Back when I was an undergrad, all English majors had to take an introduction to the major that, in addition to actual useful information like research strategies and essay structure, afforded the professors in charge of our two concentrations — education and technical writing — the chance to do a little sales pitch. The professor in charge of our technical writing concentration — a certified asshole — thought it was incredibly clever to bring in printouts of job searches for “poet” that only listed fry cooks as a result…because that’s how you become a poet — you apply through Monster.com at any of one of the local poet-ing companies in your area that definitely exist and not just for the purposes of that old man’s tortured joke. Despite his dire warning that those of us who didn’t take his classes would be doomed to making food for other people (a completely respectable career path that seemed to work out just fine for the likes of Anthony Bourdain because you know what makes you a better writer? life experience), I stuck with literature.
The joke about English majors lacking the skills to do anything but handle a fryolator is an old one, like Garrison Keillor-old. During the fours years I spent as an undergrad and the three and a half I spent in grad school (while working full-time despite my lack of business writing certificate, mind you), I got asked a lot what I intended to do with a skill set that tends toward the abstract. It’s not unique to English majors. Pretty much anyone with a liberal arts or humanities degree probably has had to field the same question: “what are you going to do with that?” (I’m going to be a well-rounded person, Aunt Mildred!*)
There is an assumption that certain degrees will get you the “good” job, whatever that is. For certain fields — medicine, engineering, law, etc. — that’s absolutely true. I don’t want someone with a B.A. in political science to give me my annual physical. It’s also true there are technical certifications you could get outside the confines of a traditional four-year institution — mechanics, plumbing, certain computer-related whatnots, etc. — that lead to stable, potentially high-paying careers. But it’s still a mistake to assume that an education at any level only exists to create a workforce, that it’s only a means to an end. It’s the end itself.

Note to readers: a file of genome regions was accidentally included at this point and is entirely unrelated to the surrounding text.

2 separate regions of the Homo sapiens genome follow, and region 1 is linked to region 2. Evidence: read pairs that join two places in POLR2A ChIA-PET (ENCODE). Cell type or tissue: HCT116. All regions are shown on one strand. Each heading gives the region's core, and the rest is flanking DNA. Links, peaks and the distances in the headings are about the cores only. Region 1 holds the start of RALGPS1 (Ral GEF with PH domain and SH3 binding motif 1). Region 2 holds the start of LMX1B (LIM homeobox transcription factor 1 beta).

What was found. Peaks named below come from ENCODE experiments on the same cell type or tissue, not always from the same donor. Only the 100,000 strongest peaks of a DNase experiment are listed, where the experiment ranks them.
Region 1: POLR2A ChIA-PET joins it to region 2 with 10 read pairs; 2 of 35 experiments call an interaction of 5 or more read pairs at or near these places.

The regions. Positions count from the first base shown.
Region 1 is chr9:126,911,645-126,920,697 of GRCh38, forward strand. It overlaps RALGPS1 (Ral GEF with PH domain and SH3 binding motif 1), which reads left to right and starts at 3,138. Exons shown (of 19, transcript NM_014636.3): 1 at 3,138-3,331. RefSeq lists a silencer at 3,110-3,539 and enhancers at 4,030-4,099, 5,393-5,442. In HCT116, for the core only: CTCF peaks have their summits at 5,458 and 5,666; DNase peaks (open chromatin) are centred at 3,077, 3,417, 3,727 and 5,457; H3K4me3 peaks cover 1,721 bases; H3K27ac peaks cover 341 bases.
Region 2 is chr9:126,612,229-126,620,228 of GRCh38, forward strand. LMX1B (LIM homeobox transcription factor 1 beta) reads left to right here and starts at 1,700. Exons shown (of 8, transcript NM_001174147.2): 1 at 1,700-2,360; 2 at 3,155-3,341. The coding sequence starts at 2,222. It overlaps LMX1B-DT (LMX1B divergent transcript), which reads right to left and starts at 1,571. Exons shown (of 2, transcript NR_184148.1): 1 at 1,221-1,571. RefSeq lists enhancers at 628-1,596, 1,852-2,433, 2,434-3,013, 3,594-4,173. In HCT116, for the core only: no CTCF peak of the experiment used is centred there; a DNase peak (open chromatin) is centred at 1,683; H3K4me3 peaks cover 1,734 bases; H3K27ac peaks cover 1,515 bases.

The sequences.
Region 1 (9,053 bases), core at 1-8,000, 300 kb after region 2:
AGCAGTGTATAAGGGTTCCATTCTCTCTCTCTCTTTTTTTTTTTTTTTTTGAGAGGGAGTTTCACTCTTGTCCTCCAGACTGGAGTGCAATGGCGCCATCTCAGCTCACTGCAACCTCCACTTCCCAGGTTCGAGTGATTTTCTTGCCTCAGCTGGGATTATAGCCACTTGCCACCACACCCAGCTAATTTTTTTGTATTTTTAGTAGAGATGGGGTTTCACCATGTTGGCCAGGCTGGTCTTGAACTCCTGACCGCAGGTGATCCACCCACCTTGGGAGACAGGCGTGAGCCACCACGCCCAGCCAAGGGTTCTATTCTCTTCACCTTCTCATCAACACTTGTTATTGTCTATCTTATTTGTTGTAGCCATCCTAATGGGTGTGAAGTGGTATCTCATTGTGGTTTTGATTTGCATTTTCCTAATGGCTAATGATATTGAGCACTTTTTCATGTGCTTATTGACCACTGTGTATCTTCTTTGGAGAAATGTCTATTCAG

That’s why the Trump administration’s recent announcement of a proposed merger between the Departments of Education and Labor, while totally unsurprising, is particularly problematic (though, by no means the worst thing they’ve done recently.) If the administration’s goal is to make government run more efficiently, I don’t see how this accomplishes that. Neither does Virginia Congressman, Bobby Scott, who the linked article quotes as saying, “the Department of Labor is no more equipped to oversee elementary education policy than the Department of Education is prepared to enforce standards for coal mine safety. The logic behind this proposal is painfully thin.” I don’t think this administration really cares about efficiency when all evidence points to the contrary. If, however, the aim of this proposal is to further cut the Department of Education’s overall budget, remove or defund programs that protect the rights of already marginalized student populations, and undermine the legacy of Title IX, it starts to make a lot more sense.
More than that, there is an ideology undergirding this plan that can’t be measured in the same way the value of a liberal arts education can’t be quantified. It is harder to be a bigot the more broadly you read. The more people you meet (in person or through seeking out their stories), the more cultures you encounter, the more philosophies and worldviews you have to take into consideration, the more difficult it becomes to dismiss the shared humanity of people who don’t look, worship, speak, or eat like you do. The president and this administration are deeply afraid of living in a country that actually lives up the ideals enshrined in its founding documents. They want to live in the imaginary country of their childhood —mostly white, mostly male, and superficially Christian. Education — a real liberal education — rejects all of that as the default. It scares the shit** out of them.
*I don’t have an Aunt Mildred. To my knowledge, no member of my extended family questioned my academic pursuits. If they did, they didn’t ask me. If they asked my mother, she decided—wisely—to never mention it.
**My mom has previously asked me not to “swear so much” on here (or in life) because she’d like to be able to share some of the things I write with people but can’t because of my trash mouth. Mom, last week the president made a rape joke about a sitting U.S. senator. I’ll be civil when he is.